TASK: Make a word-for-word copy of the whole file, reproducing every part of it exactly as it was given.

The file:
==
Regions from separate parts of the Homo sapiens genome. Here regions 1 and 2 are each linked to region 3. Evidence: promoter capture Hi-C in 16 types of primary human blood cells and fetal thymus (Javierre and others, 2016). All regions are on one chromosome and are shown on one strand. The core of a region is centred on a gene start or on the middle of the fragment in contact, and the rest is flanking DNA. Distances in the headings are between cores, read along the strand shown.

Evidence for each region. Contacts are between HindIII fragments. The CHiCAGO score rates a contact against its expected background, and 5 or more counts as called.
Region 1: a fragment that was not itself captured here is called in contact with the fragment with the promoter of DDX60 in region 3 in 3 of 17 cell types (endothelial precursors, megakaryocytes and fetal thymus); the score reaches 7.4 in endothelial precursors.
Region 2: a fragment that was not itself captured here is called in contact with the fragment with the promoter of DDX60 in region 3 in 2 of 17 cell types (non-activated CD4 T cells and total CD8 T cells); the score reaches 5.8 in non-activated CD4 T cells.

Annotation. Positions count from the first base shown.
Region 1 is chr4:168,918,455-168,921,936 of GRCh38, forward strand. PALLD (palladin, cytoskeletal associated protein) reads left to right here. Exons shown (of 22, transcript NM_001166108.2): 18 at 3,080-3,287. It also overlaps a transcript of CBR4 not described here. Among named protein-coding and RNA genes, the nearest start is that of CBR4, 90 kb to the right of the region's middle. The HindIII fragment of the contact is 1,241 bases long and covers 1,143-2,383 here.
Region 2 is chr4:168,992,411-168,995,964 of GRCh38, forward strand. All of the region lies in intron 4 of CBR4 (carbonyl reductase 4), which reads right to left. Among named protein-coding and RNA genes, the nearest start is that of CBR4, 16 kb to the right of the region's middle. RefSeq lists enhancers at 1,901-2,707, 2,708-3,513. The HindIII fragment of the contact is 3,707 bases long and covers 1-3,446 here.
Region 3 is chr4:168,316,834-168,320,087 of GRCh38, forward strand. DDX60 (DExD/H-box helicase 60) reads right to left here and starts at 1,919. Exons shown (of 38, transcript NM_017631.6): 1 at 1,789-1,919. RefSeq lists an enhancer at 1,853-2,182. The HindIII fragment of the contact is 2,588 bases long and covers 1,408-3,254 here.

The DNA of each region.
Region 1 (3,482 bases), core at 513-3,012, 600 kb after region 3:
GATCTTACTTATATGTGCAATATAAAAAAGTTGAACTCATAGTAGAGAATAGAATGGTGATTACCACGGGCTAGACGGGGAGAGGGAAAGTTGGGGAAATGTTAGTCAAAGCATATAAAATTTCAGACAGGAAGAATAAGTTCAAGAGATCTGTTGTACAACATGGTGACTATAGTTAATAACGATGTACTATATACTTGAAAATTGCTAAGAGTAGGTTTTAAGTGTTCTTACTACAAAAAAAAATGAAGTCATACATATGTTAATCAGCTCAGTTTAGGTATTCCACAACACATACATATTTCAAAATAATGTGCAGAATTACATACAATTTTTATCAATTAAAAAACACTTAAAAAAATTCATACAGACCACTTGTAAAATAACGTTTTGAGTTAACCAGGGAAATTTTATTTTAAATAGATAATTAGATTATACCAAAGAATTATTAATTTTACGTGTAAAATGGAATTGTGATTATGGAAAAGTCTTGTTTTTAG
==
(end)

Regions from separate parts of the Homo sapiens genome. Here regions 1 and 2 are each linked to region 3. Evidence: promoter capture Hi-C in 16 types of primary human blood cells and fetal thymus (Javierre and others, 2016). All regions are on one chromosome and are shown on one strand. The core of a region is centred on a gene start or on the middle of the fragment in contact, and the rest is flanking DNA. Distances in the headings are between cores, read along the strand shown.

Evidence for each region. Contacts are between HindIII fragments. The CHiCAGO score rates a contact against its expected background, and 5 or more counts as called.
Region 1: a fragment that was not itself captured here is called in contact with the fragment with the promoter of DDX60 in region 3 in 3 of 17 cell types (endothelial precursors, megakaryocytes and fetal thymus); the score reaches 7.4 in endothelial precursors.
Region 2: a fragment that was not itself captured here is called in contact with the fragment with the promoter of DDX60 in region 3 in 2 of 17 cell types (non-activated CD4 T cells and total CD8 T cells); the score reaches 5.8 in non-activated CD4 T cells.

Annotation. Positions count from the first base shown.
Region 1 is chr4:168,918,455-168,921,936 of GRCh38, forward strand. PALLD (palladin, cytoskeletal associated protein) reads left to right here. Exons shown (of 22, transcript NM_001166108.2): 18 at 3,080-3,287. It also overlaps a transcript of CBR4 not described here. Among named protein-coding and RNA genes, the nearest start is that of CBR4, 90 kb to the right of the region's middle. The HindIII fragment of the contact is 1,241 bases long and covers 1,143-2,383 here.
Region 2 is chr4:168,992,411-168,995,964 of GRCh38, forward strand. All of the region lies in intron 4 of CBR4 (carbonyl reductase 4), which reads right to left. Among named protein-coding and RNA genes, the nearest start is that of CBR4, 16 kb to the right of the region's middle. RefSeq lists enhancers at 1,901-2,707, 2,708-3,513. The HindIII fragment of the contact is 3,707 bases long and covers 1-3,446 here.
Region 3 is chr4:168,316,834-168,320,087 of GRCh38, forward strand. DDX60 (DExD/H-box helicase 60) reads right to left here and starts at 1,919. Exons shown (of 38, transcript NM_017631.6): 1 at 1,789-1,919. RefSeq lists an enhancer at 1,853-2,182. The HindIII fragment of the contact is 2,588 bases long and covers 1,408-3,254 here.

The DNA of each region.
Region 1 (3,482 bases), core at 513-3,012, 600 kb after region 3:
GATCTTACTTATATGTGCAATATAAAAAAGTTGAACTCATAGTAGAGAATAGAATGGTGATTACCACGGGCTAGACGGGGAGAGGGAAAGTTGGGGAAATGTTAGTCAAAGCATATAAAATTTCAGACAGGAAGAATAAGTTCAAGAGATCTGTTGTACAACATGGTGACTATAGTTAATAACGATGTACTATATACTTGAAAATTGCTAAGAGTAGGTTTTAAGTGTTCTTACTACAAAAAAAAATGAAGTCATACATATGTTAATCAGCTCAGTTTAGGTATTCCACAACACATACATATTTCAAAATAATGTGCAGAATTACATACAATTTTTATCAATTAAAAAACACTTAAAAAAATTCATACAGACCACTTGTAAAATAACGTTTTGAGTTAACCAGGGAAATTTTATTTTAAATAGATAATTAGATTATACCAAAGAATTATTAATTTTACGTGTAAAATGGAATTGTGATTATGGAAAAGTCTTGTTTTTAG